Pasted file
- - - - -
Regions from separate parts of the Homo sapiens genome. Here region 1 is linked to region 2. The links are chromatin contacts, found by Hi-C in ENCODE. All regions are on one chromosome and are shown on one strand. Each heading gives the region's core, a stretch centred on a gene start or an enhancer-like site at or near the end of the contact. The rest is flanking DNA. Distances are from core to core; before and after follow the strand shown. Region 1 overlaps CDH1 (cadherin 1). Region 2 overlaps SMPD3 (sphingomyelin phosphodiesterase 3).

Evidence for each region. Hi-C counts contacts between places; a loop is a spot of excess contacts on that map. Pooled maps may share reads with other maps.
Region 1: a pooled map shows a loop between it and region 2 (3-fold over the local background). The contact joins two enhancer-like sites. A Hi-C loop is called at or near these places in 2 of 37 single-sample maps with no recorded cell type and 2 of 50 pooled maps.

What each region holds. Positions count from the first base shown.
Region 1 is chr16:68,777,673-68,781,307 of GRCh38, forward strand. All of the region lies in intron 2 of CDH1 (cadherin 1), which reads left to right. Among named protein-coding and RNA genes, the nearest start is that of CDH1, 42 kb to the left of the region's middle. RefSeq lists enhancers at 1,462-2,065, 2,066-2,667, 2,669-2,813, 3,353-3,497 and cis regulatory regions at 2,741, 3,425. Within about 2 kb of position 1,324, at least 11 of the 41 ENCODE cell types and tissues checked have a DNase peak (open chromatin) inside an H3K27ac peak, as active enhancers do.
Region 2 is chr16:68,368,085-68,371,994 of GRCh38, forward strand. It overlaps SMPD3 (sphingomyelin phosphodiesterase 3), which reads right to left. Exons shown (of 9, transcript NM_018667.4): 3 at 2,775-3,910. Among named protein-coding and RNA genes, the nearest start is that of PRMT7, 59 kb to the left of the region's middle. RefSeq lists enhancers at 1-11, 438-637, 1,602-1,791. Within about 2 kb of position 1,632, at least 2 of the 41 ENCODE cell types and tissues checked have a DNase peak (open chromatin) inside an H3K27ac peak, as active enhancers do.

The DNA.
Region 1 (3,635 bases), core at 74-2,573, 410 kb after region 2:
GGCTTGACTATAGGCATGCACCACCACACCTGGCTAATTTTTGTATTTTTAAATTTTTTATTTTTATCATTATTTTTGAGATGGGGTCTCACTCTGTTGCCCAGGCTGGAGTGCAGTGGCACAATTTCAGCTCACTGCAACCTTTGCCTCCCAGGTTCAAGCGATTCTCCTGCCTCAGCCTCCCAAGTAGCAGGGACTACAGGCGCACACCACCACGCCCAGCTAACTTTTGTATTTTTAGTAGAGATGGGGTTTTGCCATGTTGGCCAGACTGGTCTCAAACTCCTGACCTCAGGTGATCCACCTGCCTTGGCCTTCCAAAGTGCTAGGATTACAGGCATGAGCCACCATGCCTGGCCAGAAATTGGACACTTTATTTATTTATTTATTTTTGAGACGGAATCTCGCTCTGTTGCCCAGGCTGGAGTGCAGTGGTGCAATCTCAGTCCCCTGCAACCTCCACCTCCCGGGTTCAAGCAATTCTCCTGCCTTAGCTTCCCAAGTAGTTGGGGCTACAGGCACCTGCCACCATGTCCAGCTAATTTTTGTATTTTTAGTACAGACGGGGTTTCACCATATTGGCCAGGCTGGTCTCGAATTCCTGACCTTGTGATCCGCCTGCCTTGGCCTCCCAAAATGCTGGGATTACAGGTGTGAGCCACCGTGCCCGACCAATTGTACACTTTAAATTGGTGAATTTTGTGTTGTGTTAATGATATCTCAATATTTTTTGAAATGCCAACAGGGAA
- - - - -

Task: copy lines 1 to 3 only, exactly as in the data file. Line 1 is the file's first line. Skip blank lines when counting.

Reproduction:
Regions from separate parts of the Homo sapiens genome. Here region 1 is linked to region 2. The links are chromatin contacts, found by Hi-C in ENCODE. All regions are on one chromosome and are shown on one strand. Each heading gives the region's core, a stretch centred on a gene start or an enhancer-like site at or near the end of the contact. The rest is flanking DNA. Distances are from core to core; before and after follow the strand shown. Region 1 overlaps CDH1 (cadherin 1). Region 2 overlaps SMPD3 (sphingomyelin phosphodiesterase 3).

Evidence for each region. Hi-C counts contacts between places; a loop is a spot of excess contacts on that map. Pooled maps may share reads with other maps.
Region 1: a pooled map shows a loop between it and region 2 (3-fold over the local background). The contact joins two enhancer-like sites. A Hi-C loop is called at or near these places in 2 of 37 single-sample maps with no recorded cell type and 2 of 50 pooled maps.